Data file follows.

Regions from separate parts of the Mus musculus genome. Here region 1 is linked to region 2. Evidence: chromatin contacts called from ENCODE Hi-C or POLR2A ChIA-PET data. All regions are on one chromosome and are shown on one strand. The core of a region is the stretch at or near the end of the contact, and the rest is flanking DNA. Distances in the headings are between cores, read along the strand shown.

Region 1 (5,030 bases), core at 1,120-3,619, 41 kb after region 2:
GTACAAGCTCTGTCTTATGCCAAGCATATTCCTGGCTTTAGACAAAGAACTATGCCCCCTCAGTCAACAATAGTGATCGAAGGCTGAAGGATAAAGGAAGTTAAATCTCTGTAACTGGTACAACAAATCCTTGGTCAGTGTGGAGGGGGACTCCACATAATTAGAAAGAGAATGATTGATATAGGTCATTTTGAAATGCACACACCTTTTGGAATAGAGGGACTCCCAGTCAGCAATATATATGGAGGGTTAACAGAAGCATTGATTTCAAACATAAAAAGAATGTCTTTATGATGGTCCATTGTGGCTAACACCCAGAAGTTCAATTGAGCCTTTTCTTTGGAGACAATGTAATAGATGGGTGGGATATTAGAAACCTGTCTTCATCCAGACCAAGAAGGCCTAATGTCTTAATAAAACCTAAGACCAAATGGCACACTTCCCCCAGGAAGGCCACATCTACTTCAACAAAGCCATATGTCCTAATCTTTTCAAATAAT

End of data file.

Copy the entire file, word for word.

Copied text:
Regions from separate parts of the Mus musculus genome. Here region 1 is linked to region 2. Evidence: chromatin contacts called from ENCODE Hi-C or POLR2A ChIA-PET data. All regions are on one chromosome and are shown on one strand. The core of a region is the stretch at or near the end of the contact, and the rest is flanking DNA. Distances in the headings are between cores, read along the strand shown.

Region 1 (5,030 bases), core at 1,120-3,619, 41 kb after region 2:
GTACAAGCTCTGTCTTATGCCAAGCATATTCCTGGCTTTAGACAAAGAACTATGCCCCCTCAGTCAACAATAGTGATCGAAGGCTGAAGGATAAAGGAAGTTAAATCTCTGTAACTGGTACAACAAATCCTTGGTCAGTGTGGAGGGGGACTCCACATAATTAGAAAGAGAATGATTGATATAGGTCATTTTGAAATGCACACACCTTTTGGAATAGAGGGACTCCCAGTCAGCAATATATATGGAGGGTTAACAGAAGCATTGATTTCAAACATAAAAAGAATGTCTTTATGATGGTCCATTGTGGCTAACACCCAGAAGTTCAATTGAGCCTTTTCTTTGGAGACAATGTAATAGATGGGTGGGATATTAGAAACCTGTCTTCATCCAGACCAAGAAGGCCTAATGTCTTAATAAAACCTAAGACCAAATGGCACACTTCCCCCAGGAAGGCCACATCTACTTCAACAAAGCCATATGTCCTAATCTTTTCAAATAAT